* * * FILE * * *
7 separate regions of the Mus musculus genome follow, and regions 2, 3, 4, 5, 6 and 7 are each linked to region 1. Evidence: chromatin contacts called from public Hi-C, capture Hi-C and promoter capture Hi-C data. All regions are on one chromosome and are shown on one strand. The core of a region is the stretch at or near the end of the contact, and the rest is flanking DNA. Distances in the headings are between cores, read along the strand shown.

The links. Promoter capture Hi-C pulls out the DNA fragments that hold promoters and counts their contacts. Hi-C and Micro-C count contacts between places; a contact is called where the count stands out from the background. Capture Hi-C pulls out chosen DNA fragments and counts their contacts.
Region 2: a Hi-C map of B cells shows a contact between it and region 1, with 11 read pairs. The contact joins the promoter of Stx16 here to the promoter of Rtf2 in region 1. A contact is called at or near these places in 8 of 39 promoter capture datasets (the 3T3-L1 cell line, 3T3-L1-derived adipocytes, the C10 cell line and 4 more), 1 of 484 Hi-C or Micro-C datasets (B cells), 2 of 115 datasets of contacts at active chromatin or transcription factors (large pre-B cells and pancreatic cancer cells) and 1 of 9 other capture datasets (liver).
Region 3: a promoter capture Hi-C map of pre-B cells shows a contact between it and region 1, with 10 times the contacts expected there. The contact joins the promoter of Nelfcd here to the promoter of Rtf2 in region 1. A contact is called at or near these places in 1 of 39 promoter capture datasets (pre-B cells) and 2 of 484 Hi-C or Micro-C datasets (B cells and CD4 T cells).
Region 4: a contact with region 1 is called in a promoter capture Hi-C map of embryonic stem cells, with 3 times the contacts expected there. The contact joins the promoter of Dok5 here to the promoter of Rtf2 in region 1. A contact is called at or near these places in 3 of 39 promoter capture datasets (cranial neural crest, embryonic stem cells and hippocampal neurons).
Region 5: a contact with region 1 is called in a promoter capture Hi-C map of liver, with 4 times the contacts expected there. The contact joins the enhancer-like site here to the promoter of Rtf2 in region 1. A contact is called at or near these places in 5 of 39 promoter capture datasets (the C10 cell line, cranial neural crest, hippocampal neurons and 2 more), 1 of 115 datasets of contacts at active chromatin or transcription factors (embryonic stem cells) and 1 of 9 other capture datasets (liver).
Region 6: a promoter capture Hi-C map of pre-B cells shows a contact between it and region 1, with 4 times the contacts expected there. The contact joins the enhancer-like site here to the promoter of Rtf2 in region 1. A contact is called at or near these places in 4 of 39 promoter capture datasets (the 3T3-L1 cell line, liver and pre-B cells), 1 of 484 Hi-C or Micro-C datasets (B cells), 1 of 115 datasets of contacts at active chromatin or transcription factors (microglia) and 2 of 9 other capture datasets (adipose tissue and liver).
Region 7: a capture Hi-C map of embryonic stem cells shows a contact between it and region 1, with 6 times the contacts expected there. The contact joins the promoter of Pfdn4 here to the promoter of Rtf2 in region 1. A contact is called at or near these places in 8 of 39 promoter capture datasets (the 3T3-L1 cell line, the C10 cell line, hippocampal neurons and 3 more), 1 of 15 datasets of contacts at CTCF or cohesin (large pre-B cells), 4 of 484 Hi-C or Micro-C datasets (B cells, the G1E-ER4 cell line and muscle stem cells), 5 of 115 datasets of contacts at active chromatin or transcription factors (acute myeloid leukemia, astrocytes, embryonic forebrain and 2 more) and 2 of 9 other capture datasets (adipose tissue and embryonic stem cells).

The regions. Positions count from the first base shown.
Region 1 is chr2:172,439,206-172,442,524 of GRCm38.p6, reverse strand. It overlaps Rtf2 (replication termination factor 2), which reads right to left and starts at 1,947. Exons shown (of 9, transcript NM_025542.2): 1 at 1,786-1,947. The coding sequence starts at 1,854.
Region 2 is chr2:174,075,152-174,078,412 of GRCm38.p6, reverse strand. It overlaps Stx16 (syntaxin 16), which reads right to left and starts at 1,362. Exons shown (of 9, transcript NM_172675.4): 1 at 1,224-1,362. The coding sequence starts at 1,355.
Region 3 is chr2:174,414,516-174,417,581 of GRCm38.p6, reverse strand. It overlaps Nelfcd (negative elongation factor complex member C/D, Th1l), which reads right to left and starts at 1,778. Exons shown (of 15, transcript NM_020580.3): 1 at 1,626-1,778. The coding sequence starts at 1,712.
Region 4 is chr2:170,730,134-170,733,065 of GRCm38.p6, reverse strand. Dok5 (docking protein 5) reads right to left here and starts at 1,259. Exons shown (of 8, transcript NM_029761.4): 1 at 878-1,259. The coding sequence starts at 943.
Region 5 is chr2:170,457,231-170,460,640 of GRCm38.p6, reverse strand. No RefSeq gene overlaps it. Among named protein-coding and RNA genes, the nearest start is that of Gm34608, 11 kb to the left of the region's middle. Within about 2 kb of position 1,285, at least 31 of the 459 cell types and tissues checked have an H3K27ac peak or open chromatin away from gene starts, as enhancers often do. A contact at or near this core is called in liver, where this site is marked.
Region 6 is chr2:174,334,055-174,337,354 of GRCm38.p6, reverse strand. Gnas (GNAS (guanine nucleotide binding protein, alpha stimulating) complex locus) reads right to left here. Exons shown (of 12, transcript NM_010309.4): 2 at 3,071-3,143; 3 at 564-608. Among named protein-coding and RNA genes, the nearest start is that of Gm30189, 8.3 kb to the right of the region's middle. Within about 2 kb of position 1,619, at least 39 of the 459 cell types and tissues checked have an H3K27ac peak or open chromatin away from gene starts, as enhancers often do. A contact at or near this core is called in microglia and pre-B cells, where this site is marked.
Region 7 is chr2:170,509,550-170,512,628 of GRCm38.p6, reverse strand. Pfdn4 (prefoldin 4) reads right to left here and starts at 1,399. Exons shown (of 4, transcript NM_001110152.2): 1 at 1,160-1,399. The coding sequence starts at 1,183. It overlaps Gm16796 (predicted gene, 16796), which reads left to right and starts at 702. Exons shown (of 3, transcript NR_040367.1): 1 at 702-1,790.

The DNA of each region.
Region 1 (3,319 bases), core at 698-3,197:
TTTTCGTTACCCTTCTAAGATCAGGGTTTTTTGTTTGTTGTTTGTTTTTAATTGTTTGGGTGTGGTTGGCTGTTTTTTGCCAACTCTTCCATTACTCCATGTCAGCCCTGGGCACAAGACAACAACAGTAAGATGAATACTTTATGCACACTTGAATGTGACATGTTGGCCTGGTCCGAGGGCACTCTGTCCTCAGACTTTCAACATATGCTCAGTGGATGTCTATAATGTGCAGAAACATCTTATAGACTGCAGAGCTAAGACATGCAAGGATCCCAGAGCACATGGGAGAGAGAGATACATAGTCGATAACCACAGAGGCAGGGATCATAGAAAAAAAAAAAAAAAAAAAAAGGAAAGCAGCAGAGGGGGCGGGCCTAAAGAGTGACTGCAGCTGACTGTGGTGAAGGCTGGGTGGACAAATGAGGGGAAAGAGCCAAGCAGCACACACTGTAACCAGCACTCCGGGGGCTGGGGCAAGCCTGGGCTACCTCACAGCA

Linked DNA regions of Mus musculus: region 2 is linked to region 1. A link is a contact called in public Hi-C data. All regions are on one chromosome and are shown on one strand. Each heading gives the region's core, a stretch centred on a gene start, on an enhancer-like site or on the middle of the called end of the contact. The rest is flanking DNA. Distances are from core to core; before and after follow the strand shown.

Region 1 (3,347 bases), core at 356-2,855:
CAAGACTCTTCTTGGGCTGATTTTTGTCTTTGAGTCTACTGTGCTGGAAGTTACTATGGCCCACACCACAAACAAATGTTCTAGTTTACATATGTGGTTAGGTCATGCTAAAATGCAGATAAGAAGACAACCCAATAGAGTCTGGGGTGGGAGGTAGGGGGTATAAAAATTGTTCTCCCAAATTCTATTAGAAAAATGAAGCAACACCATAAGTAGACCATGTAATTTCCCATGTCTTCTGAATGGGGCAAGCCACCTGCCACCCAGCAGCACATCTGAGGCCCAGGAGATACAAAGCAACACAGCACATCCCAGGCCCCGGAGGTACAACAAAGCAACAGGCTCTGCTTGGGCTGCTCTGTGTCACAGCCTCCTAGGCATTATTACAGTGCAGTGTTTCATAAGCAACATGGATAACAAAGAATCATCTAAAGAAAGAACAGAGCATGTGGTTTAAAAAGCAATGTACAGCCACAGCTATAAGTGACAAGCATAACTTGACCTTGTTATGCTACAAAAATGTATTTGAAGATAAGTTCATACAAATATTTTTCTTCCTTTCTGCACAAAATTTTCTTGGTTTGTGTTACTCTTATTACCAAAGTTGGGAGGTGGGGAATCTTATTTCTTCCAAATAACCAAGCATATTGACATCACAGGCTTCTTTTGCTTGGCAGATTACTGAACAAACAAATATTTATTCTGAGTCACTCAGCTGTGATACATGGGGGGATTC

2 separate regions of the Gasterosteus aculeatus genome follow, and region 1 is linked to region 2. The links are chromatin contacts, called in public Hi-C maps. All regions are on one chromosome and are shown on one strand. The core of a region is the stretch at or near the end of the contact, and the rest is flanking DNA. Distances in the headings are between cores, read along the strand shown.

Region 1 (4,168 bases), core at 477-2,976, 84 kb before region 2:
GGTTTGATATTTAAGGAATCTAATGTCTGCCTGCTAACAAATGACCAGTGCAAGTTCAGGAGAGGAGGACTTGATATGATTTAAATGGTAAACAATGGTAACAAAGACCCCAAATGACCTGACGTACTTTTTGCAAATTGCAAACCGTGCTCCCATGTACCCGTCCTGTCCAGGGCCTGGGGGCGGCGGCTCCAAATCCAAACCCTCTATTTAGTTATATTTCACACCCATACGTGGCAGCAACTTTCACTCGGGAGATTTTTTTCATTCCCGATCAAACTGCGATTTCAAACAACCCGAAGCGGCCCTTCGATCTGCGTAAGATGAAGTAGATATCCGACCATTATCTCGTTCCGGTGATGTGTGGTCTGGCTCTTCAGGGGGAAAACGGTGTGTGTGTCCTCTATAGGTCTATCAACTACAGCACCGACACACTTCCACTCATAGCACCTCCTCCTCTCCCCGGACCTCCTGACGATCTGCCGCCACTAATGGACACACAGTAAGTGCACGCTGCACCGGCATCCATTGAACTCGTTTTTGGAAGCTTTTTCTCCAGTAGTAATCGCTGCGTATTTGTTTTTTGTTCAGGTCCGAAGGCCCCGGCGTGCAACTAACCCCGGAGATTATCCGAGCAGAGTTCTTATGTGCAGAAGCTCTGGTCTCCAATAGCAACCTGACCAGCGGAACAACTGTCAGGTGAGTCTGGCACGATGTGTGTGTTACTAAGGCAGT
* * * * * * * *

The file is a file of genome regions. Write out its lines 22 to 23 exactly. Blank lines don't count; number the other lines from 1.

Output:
CAAGACTCTTCTTGGGCTGATTTTTGTCTTTGAGTCTACTGTGCTGGAAGTTACTATGGCCCACACCACAAACAAATGTTCTAGTTTACATATGTGGTTAGGTCATGCTAAAATGCAGATAAGAAGACAACCCAATAGAGTCTGGGGTGGGAGGTAGGGGGTATAAAAATTGTTCTCCCAAATTCTATTAGAAAAATGAAGCAACACCATAAGTAGACCATGTAATTTCCCATGTCTTCTGAATGGGGCAAGCCACCTGCCACCCAGCAGCACATCTGAGGCCCAGGAGATACAAAGCAACACAGCACATCCCAGGCCCCGGAGGTACAACAAAGCAACAGGCTCTGCTTGGGCTGCTCTGTGTCACAGCCTCCTAGGCATTATTACAGTGCAGTGTTTCATAAGCAACATGGATAACAAAGAATCATCTAAAGAAAGAACAGAGCATGTGGTTTAAAAAGCAATGTACAGCCACAGCTATAAGTGACAAGCATAACTTGACCTTGTTATGCTACAAAAATGTATTTGAAGATAAGTTCATACAAATATTTTTCTTCCTTTCTGCACAAAATTTTCTTGGTTTGTGTTACTCTTATTACCAAAGTTGGGAGGTGGGGAATCTTATTTCTTCCAAATAACCAAGCATATTGACATCACAGGCTTCTTTTGCTTGGCAGATTACTGAACAAACAAATATTTATTCTGAGTCACTCAGCTGTGATACATGGGGGGATTC

2 separate regions of the Gasterosteus aculeatus genome follow, and region 1 is linked to region 2. The links are chromatin contacts, called in public Hi-C maps. All regions are on one chromosome and are shown on one strand. The core of a region is the stretch at or near the end of the contact, and the rest is flanking DNA. Distances in the headings are between cores, read along the strand shown.